“From his time as a lifeguard to his service as a Public Safety Officer, Matthew Gassert has gained valuable lifesaving skills,” said Santino. “We are fortunate that he was ‘on the scene’ to save the life of a fellow employee.”


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Santino ‘Clears the Air’; Proposes to Raise Tobacco Purchase to 21

Hempstead Town Supervisor Anthony J. Santino announced that he is proposing local legislation that would raise the legal age for tobacco sales from 18 to 21 in America’s largest township. Joining the Supervisor at William S. Covert Elementary School in South Hempstead were Senior Councilwoman Dorothy Goosby, Councilman Anthony D’Esposito, Principal Darren Raymar, as well as members of the school’s Parent Teacher Association and administrators from the district.


The officials indicated that they were motivated to present legislation by a desire to protect young people from the adverse effects of smoking. In addition to encouraging 18 through 20-year-olds not to smoke, the Supervisor and his colleagues chose the elementary school as the site for the press briefing to illustrate their effort to break the elicit supply of tobacco to youngsters by those between the ages of 18 and 20 years of age.


The Supervisor and the other town officials at the press briefing stated that they will propose the new law at the April 4th Town Board meeting and call for a hearing to be scheduled on their April 25th agenda.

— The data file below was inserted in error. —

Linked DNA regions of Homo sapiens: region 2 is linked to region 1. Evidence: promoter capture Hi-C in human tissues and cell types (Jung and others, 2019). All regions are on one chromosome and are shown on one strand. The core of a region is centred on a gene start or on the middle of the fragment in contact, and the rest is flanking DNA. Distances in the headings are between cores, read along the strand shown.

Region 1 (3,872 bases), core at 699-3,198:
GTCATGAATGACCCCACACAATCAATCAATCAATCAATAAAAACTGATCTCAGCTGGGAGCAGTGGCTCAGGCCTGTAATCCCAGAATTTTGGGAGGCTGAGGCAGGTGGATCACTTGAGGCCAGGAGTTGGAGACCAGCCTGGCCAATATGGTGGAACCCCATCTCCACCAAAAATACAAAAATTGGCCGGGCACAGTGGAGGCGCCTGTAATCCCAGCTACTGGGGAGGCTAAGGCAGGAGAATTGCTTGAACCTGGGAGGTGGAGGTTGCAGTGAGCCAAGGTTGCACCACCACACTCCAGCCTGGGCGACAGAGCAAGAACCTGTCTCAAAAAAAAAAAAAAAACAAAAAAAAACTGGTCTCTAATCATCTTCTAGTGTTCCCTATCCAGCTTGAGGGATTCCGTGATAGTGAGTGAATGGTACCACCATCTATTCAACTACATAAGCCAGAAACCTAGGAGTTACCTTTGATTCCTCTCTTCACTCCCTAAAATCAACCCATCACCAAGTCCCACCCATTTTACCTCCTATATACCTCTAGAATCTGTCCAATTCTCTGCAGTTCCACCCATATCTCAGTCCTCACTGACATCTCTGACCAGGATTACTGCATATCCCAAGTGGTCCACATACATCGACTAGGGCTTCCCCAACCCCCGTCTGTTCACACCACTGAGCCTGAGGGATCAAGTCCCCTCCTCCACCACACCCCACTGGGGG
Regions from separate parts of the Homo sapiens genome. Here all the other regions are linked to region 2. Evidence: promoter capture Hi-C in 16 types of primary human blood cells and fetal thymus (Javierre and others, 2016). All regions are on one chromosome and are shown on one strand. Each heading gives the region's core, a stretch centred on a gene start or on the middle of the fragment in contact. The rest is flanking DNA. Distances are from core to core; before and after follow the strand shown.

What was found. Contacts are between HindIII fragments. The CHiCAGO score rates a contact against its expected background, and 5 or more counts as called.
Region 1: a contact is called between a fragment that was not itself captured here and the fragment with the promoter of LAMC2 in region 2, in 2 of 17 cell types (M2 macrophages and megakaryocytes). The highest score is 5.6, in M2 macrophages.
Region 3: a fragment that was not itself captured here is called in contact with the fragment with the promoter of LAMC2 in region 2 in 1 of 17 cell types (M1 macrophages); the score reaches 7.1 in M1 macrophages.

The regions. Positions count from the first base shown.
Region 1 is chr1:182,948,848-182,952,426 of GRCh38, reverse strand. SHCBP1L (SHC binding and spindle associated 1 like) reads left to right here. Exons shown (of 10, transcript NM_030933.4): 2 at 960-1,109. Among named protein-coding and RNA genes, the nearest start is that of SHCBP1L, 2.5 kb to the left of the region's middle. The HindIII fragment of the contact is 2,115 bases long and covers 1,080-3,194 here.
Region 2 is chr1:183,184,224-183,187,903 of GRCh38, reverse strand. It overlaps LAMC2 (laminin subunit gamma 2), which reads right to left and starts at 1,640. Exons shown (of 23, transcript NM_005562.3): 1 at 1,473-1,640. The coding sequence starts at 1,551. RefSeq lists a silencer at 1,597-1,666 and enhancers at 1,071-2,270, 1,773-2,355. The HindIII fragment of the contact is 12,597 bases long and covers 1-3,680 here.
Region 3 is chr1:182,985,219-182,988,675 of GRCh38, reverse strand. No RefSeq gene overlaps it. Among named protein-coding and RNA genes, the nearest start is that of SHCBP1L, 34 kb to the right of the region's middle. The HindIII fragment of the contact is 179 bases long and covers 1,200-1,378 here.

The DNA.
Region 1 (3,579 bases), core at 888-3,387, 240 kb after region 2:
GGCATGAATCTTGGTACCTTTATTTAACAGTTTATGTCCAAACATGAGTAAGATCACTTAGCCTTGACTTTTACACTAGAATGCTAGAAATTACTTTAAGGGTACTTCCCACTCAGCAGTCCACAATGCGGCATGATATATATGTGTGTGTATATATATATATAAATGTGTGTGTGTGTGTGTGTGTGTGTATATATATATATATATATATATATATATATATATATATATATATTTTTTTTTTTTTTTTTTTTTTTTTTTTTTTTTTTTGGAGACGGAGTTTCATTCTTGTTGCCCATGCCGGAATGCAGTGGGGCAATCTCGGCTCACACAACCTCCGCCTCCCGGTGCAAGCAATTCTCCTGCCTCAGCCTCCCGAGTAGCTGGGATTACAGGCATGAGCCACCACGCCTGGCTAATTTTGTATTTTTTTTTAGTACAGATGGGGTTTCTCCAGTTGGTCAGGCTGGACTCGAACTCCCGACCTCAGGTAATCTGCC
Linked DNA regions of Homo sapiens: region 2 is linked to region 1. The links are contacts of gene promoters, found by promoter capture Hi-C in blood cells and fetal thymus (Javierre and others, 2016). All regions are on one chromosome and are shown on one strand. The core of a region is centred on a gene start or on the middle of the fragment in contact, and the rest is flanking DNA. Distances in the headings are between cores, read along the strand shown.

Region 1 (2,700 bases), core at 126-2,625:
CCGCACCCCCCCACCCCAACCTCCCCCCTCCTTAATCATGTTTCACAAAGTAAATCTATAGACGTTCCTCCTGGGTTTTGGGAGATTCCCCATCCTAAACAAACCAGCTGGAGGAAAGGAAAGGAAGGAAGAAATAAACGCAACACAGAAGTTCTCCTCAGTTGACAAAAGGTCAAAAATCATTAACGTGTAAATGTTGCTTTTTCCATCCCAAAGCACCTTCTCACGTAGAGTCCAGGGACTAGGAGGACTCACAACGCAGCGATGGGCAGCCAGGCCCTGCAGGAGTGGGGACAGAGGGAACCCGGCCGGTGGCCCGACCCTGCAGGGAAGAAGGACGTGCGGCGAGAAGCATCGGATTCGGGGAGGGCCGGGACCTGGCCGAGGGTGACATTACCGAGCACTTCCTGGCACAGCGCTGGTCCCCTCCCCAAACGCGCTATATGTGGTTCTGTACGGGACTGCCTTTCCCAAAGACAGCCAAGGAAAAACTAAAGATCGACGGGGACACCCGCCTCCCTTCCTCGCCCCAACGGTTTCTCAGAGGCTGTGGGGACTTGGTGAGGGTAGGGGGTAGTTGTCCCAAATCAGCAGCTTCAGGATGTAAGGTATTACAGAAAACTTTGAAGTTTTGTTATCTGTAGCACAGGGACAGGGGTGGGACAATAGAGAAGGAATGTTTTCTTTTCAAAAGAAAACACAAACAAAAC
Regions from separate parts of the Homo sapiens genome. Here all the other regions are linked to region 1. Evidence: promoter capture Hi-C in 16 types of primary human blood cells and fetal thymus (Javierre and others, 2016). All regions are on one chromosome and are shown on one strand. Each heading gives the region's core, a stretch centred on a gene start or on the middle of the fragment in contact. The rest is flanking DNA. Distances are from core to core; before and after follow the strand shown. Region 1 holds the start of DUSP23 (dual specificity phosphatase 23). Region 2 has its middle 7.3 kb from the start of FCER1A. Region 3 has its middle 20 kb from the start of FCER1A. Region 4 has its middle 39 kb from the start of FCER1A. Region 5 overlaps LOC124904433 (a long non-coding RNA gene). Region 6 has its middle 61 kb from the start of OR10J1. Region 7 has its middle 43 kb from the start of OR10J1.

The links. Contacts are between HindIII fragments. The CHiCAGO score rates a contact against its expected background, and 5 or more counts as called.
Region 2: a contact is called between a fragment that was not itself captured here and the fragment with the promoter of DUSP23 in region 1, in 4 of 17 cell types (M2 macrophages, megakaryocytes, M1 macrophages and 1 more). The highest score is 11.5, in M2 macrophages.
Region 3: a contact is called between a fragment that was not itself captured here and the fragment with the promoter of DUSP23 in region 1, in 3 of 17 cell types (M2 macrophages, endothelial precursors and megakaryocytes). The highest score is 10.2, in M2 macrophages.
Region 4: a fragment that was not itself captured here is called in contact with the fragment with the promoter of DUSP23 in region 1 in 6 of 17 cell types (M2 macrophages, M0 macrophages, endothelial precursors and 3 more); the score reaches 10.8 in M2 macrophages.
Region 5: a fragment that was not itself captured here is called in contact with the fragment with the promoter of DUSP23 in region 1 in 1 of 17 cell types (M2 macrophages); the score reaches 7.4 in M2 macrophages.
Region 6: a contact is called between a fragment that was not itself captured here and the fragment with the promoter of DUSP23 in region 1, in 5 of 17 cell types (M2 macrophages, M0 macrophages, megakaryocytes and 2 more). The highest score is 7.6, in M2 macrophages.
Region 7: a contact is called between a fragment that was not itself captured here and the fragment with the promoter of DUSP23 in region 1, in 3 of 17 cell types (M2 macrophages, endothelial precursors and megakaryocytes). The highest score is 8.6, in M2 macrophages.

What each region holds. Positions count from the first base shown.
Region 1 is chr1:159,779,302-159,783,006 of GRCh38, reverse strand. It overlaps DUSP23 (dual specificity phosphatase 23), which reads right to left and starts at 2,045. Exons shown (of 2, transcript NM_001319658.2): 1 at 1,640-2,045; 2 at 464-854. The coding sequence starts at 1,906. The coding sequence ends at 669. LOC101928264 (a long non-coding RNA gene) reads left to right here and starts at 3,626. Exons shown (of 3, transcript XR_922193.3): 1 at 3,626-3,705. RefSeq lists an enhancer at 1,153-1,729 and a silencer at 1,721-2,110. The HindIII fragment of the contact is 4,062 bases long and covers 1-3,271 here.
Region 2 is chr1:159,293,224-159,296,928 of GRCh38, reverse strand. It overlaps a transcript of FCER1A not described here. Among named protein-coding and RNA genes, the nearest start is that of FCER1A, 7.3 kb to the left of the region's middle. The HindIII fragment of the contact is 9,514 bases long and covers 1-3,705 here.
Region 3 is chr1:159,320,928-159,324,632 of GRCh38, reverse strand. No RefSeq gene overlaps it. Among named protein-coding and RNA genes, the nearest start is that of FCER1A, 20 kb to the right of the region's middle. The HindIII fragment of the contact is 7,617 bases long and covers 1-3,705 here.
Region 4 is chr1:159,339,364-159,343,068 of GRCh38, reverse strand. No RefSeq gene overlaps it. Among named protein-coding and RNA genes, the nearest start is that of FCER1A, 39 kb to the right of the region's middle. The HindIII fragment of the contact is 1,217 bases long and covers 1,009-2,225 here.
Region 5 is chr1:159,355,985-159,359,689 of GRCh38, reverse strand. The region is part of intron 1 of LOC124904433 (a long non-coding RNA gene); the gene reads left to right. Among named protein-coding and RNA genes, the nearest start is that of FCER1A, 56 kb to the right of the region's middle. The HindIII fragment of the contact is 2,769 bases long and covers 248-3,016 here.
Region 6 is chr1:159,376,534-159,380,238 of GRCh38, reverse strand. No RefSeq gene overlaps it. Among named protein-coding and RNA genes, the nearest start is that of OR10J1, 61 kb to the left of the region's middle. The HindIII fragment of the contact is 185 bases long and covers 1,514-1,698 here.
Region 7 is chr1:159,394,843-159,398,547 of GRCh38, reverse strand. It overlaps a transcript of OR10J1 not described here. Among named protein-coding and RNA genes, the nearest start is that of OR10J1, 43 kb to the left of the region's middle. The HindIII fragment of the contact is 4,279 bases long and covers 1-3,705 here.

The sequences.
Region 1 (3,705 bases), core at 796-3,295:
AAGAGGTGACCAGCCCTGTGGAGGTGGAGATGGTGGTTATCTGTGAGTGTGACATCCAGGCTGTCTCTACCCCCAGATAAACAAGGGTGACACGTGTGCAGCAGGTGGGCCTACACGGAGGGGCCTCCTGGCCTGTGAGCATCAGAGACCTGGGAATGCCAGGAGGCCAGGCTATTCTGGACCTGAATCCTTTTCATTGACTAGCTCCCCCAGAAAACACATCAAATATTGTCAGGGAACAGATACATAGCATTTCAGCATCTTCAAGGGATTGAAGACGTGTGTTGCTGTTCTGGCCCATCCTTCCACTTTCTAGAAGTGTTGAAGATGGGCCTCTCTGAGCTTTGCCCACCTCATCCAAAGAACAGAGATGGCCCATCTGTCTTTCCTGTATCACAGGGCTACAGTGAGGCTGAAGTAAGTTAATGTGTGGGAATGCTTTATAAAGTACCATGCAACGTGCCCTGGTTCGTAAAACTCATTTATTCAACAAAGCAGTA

“There is clear cut evidence that raising the age for tobacco sales will slash the smoking rate significantly and reduce the number of smoking-related deaths,” Santino said. “I am committed to protecting young people, and passing legislation that raises the age for tobacco sales will help achieve that goal.”


In addition to cigarettes, the proposed Town law also takes aim at other unhealthy alternatives to cigarettes that contain harmful toxins, including cigars, chewing and powdered tobacco, liquid nicotine, shisha, bidis, gutka, herbal cigarettes, rolling papers, other smoking paraphernalia and electronic cigarettes. According to findings released by the federal Centers for Disease Control and Prevention, e-cigarette use by teenagers tripled nationwide between 2013 and 2014 and increased nearly 10 times for high schoolers between 2011 and 2015.